We stand today at the threshold of a great event both in the life of the United Nations and in the life of mankind, that is, the approval by the General Assembly of the Universal Declaration of Human Rights recommended by the entire committee. This Declaration may well become the international Magna Carta of all men everywhere. We hope its proclamation by the General Assembly will be an event comparable to the proclamation of the Declaration of the Rights of Man, by the French people in 1789, the adoption of the Bill of Rights by the people of the United States, and the adoption of comparable declarations at different times in different countries.
The International Human Rights Covenants before us today represent the culmination of the commitments we assumed under the Universal Declaration of Human Rights.
But, indeed, the American commitment goes back to the very creation of our Government. We have always believed in human rights and have followed this principle through the years. From the beginning, our Republic was to be a safe harbor for liberty. Government was to be by consent of the governed, with its powers divided among separate branches, and with certain individual rights, such as freedom of speech, freedom of the press, and freedom of religion, decreed to be inviolate. Most Americans felt, along with Thomas Jefferson, that their "great experiment in republican government” would serve as a "standing monument and example for the aim and imitation of the people of other countries."
Of course, if we are to set such an example, we must practice what we preach. We must keep striving to end discrimination and attain basic human rights for minority groups and oppressed peoples.
Speaking personally, in 1956, I was in charge of the International Rescue Committee's Hungarian Relief operation, and I learned first hand about the human rights violations in that nation. I also grew up in an age when barbaric acts of inhumanity were perpetrated without the slightest regard for human life.
Indeed, the Holocaust still stands out as the most massive and savage destruction of people in the history of mankind.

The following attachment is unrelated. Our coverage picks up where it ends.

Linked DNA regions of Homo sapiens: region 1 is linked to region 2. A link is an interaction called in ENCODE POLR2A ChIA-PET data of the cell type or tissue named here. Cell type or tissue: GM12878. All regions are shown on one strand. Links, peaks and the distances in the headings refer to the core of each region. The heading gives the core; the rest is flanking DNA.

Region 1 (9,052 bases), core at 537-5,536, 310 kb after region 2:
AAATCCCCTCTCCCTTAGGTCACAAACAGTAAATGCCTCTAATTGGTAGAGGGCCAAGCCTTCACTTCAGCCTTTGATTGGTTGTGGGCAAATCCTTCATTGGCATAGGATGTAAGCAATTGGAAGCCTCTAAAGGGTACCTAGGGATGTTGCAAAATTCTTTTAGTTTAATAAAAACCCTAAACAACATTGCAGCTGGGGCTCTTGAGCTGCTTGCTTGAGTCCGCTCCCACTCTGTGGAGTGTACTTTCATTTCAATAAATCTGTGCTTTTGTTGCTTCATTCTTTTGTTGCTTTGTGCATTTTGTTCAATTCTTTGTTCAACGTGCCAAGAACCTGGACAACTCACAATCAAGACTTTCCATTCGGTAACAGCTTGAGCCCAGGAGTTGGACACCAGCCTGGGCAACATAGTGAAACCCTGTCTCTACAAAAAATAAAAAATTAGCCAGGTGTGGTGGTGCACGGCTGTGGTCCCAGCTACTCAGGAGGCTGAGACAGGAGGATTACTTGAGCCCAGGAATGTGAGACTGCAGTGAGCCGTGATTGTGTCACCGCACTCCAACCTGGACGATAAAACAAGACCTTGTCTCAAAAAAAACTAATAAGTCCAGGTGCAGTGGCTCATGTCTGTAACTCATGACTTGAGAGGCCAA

In this connection, my own father, Herbert C. Pell, Jr., was the head of the U.S. Delegation to the United Nations War Crimes Commission in 1943, and was responsible for having genocide declared a war crime. Although, I regret to say, we will not be considering the Genocide Convention during these hearings, let us bear in mind that this treaty stands as the first universal declaration that genocide would never again be tolerated by the
community of mankind. The International Human Rights Treaties before us today represent the first opportunity to give the full force of international law to the principles of human rights. In the world at large, the sad fact is that free government is the exception and repression the rule. But the United States must still persevere in securing the rights of the downtrodden and repressed. Questions surely abound concerning the appropriate method for achieving these lofty goals. These hearings serve as the first step toward a comprehensive review of the options available to us. At the very least, the human rights treaties before us today codify language that everyone should be able to support.
As cochairman of the Commission on Security and Cooperation in Europe, I am concerned that a year from now, when the Second Review Conference is held in Madrid in compliance with the 1975 Helsinki accord, we will be in a poor position to demand full compliance with the Helsinki accords' provisions on the part of the Soviet Union and its allies, if we ourselves have not ratified the foremost human rights conventions in the world. Senator Javits, do you have an opening statement?
Senator Javits. Mr. Chairman, I see Ambassador Yost is at the witness table, and not Mr. Goldberg.
Senator Pell. We are trying to begin on time today, and Ambassador Yost was present.